From education to Hollywood actionBack in its infant days, as early as 1967, IMAX solely-specialised in producing high-quality nature and science documentaries that were shown to audiences in museums and institutional theatres. The company’s primary ambition was education, and it was run in a similar way to a not-for-profit organisation. Over the years, we began to realise our company was delivering films at – or exceeding – the quality seen as the standard by wider mainstream audiences. But we needed to offer the right content for them. It was this that sparked the beginning of the shift towards bringing Hollywood movies to the big screen. To move the business into a new sector, especially as a relatively unknown brand, was a big challenge, but we had faith in our vision. The transition to Hollywood had its successes but global expansion proved difficult due to our high installation costs, many of which had to be paid for upfront by our theatre exhibitor partners. We worked for many years to bring these costs down, but IMAX’s big technology break happened in the early 2000’s with the introduction of the digital era.
In India, the world’s third largest box office market, we’re growing significantly – signing 14 new theatres since February of this year and doubling our footprint over the last two years.
The digital revolutionOne of the biggest reasons for our success has been the ability to embrace technology. Taking a newly founded digital format, IMAX found a way of making digital projection work for a large format. Using Digital Media Remastering (DMR), a process of converting traditional films into IMAX’s large format, Apollo 13 soon became the first 35mm film to be screened in IMAX format in 2003. In a matter of days, we could install IMAX’s premium technology across a range of theatres at significantly lower rates and with no up-front costs. Throughout the 2000s, we focused and refined that technology and, with careful navigation from our senior leaders, we earned respect in the wider entertainment industry. Tweaking your product to the highest quality is always crucial. Our financial turning point came, however, in 2009 with the release of James Cameron’s Avatar. The film was huge for the industry as a whole, and even more so for IMAX, which experienced an incredible demand for tickets. Avatar helped convince theatres and industry partners that we could drive consumer business on a global scale. This was the beginning of modern-day IMAX as we know it.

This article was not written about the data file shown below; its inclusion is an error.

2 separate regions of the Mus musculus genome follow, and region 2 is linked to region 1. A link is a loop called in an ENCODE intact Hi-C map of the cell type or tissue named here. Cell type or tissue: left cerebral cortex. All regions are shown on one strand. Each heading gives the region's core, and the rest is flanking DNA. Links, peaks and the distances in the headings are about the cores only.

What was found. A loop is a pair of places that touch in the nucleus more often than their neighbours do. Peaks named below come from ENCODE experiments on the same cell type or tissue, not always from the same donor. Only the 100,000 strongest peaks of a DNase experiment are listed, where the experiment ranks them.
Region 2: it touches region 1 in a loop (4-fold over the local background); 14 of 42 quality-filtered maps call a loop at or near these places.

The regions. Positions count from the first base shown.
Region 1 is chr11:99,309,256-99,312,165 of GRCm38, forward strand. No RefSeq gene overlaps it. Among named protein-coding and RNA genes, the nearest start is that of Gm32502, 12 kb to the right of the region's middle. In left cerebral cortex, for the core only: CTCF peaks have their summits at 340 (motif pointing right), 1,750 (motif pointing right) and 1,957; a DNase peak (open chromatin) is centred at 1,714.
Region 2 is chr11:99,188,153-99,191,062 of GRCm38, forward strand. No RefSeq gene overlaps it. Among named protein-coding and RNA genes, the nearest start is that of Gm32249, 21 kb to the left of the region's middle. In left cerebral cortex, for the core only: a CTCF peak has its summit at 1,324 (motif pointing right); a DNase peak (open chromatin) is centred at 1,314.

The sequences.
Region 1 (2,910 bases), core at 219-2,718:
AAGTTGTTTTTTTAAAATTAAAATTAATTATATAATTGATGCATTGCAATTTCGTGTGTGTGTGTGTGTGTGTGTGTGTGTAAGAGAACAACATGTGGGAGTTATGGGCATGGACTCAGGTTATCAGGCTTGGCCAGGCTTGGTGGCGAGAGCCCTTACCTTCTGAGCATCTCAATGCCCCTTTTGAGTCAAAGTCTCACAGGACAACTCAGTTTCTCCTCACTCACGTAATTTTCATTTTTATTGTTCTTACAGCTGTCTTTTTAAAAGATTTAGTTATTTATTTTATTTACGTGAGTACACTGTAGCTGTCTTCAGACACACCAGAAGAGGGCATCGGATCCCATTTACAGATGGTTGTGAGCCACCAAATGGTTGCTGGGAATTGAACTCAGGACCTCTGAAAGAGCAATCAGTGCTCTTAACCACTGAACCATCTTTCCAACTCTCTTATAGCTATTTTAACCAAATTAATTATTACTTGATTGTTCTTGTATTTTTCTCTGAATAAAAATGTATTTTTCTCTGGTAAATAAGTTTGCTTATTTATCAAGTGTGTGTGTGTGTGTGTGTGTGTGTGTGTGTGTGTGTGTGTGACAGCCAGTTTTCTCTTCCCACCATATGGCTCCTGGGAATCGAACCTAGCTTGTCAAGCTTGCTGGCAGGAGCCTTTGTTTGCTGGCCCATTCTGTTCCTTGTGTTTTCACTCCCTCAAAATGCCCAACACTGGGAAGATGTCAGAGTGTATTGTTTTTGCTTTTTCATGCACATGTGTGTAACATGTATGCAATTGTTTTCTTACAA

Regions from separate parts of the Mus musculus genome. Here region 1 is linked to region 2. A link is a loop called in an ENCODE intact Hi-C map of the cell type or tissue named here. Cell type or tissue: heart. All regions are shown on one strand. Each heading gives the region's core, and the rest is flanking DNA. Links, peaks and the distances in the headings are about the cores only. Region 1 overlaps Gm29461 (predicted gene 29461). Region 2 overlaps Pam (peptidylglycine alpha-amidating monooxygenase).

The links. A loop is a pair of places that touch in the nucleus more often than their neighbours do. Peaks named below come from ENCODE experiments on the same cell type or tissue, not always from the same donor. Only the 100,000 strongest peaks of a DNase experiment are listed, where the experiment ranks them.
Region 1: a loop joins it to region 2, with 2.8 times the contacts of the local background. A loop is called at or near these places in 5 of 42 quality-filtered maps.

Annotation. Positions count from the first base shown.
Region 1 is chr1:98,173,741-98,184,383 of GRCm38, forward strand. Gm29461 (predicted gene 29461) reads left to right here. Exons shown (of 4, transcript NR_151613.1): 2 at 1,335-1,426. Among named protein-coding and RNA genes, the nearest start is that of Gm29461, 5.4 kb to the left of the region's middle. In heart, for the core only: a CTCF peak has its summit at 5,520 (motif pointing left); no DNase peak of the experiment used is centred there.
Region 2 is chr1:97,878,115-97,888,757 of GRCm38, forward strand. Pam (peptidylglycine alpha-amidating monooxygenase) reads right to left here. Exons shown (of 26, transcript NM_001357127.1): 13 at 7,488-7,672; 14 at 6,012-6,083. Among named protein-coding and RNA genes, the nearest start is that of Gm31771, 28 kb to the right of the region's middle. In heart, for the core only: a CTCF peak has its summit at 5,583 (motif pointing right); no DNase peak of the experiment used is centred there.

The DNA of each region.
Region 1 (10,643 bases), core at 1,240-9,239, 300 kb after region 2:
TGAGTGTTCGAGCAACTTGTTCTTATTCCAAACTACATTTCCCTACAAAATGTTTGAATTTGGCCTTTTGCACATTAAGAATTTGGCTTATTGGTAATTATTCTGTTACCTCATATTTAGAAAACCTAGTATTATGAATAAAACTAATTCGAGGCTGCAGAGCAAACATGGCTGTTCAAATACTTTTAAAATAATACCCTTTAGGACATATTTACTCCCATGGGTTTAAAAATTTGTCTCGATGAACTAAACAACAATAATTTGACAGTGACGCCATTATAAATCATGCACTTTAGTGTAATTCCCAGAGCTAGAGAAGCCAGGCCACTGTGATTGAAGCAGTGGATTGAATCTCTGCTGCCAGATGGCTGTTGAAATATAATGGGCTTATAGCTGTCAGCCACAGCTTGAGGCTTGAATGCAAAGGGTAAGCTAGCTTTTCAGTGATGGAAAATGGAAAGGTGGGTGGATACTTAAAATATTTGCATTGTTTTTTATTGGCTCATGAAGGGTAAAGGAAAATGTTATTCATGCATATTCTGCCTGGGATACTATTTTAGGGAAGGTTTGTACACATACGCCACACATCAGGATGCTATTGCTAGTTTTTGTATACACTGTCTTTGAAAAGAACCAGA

Fom our inception as a documentary maker to a leader in Hollywood, our ability to be fluid, test new ideas, adapt and transition are the ingredients that have kept us successful.